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UK Voters Need More EU Referendum Information



Only 24% of British voters feel knowledgeable about the EU referendum according to the Electoral Reform Society, who has released results of a recent poll today. BMG Research conducted the poll which asked voters to answer how well informed they felt about the upcoming referendum. Not even a quarter of voters who answered said they felt “well” or “very well” informed about the EU referendum.

The polling, released today – deadline day to register to vote – shows the number of people who feel well informed about the referendum has hardly changed since February, when 16% reported feeling well or very well informed about the vote, despite months of campaigning, suggesting the campaign has ‘left voters in the dark’. Now, just 6% say they feel ‘very well informed’ while a further 18% say they feel simply ‘well informed’ about the referendum.

The BMG Research polling also shows that 22% of people still haven’t had any contact at all about the vote – despite the government’s pro-EU mail-out to every household in April and an Electoral Commission leaflet in May. The 22% mark is however significantly down on 76% in February, suggesting the leaflets did reach most potential voters. Just 2% of people have had a campaign visit to their home, while a negligible 1% have received a campaign telephone call and just 6% have been approached in the street.

The Electoral Reform Society (ERS) are calling for a lively grassroots debate on the ‘politics, rather than the personalities’, in the midst of what they argue has been a ‘party spat-dominated debate’ so far. The ERS want to see a ‘positive push’ in the final three weeks until 23 June, and have created a new online toolkit, Better Referendum, to help inform groups of voters on the issues.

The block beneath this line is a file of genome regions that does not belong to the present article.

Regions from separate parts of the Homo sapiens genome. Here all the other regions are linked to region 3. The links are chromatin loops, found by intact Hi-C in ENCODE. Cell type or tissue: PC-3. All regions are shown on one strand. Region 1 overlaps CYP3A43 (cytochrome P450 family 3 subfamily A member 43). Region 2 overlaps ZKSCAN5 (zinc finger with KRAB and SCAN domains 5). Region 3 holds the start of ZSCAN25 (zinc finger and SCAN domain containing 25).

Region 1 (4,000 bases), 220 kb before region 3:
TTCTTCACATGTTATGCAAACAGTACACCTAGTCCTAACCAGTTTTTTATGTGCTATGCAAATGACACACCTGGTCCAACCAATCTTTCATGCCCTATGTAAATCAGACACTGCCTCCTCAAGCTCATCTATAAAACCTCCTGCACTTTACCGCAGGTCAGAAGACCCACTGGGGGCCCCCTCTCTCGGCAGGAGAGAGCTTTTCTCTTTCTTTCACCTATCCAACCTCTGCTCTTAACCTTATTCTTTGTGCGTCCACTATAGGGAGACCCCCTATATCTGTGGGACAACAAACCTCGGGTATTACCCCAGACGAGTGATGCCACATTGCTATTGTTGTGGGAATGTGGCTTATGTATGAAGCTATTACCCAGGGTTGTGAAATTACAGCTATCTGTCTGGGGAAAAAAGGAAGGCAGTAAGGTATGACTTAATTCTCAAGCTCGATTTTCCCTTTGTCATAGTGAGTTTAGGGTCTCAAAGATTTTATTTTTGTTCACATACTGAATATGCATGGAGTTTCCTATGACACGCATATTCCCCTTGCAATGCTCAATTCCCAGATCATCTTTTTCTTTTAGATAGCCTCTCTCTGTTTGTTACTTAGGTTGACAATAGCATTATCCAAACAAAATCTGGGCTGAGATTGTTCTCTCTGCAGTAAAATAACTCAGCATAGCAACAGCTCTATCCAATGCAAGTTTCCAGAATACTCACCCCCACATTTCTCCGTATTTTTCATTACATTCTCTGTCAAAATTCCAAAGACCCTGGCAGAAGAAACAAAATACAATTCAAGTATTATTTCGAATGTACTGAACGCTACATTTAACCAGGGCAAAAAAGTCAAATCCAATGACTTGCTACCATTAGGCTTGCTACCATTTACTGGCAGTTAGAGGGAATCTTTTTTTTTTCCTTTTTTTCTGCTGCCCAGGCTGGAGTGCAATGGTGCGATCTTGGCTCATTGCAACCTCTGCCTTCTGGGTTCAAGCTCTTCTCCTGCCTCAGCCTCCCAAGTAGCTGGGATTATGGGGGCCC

Darren Hughes, Deputy Chief Executive of the Electoral Reform Society, said: “The fact that under a quarter of the public feel well informed about this referendum – despite months of campaigning – is deeply worrying news. Over one in five people still haven’t had any contact at all about the referendum: the real debate just isn’t getting through.

“Voters have been completely left in the dark on what the real issues at stake are in this referendum – instead they’ve had a debate dominated by personality politics, party spats, and name-calling. The tone of the debate has been overwhelmingly negative, turning voters off from the conversation. The public want to hear about the issues and policies that affect them, but instead have been subjected to a Westminster parlour game.

“We need to have a grown-up, positive referendum debate in these final weeks that really speaks to voters – and inspires them with a vision of what Britain would be like remaining or leaving the EU. As things stand, with voters left out in the cold, the prospects for a strong and decisive turnout and an informed decision on 23 May aren’t bleak. Our new online toolkit, Better Referendumhopes to deal with that, but the campaigns and media need to pull out the stops in this last stretch to give the public the high-quality referendum debate they deserve. More than that, we need a grassroots debate in every community to take this conversation outside the Westminster bubble.”



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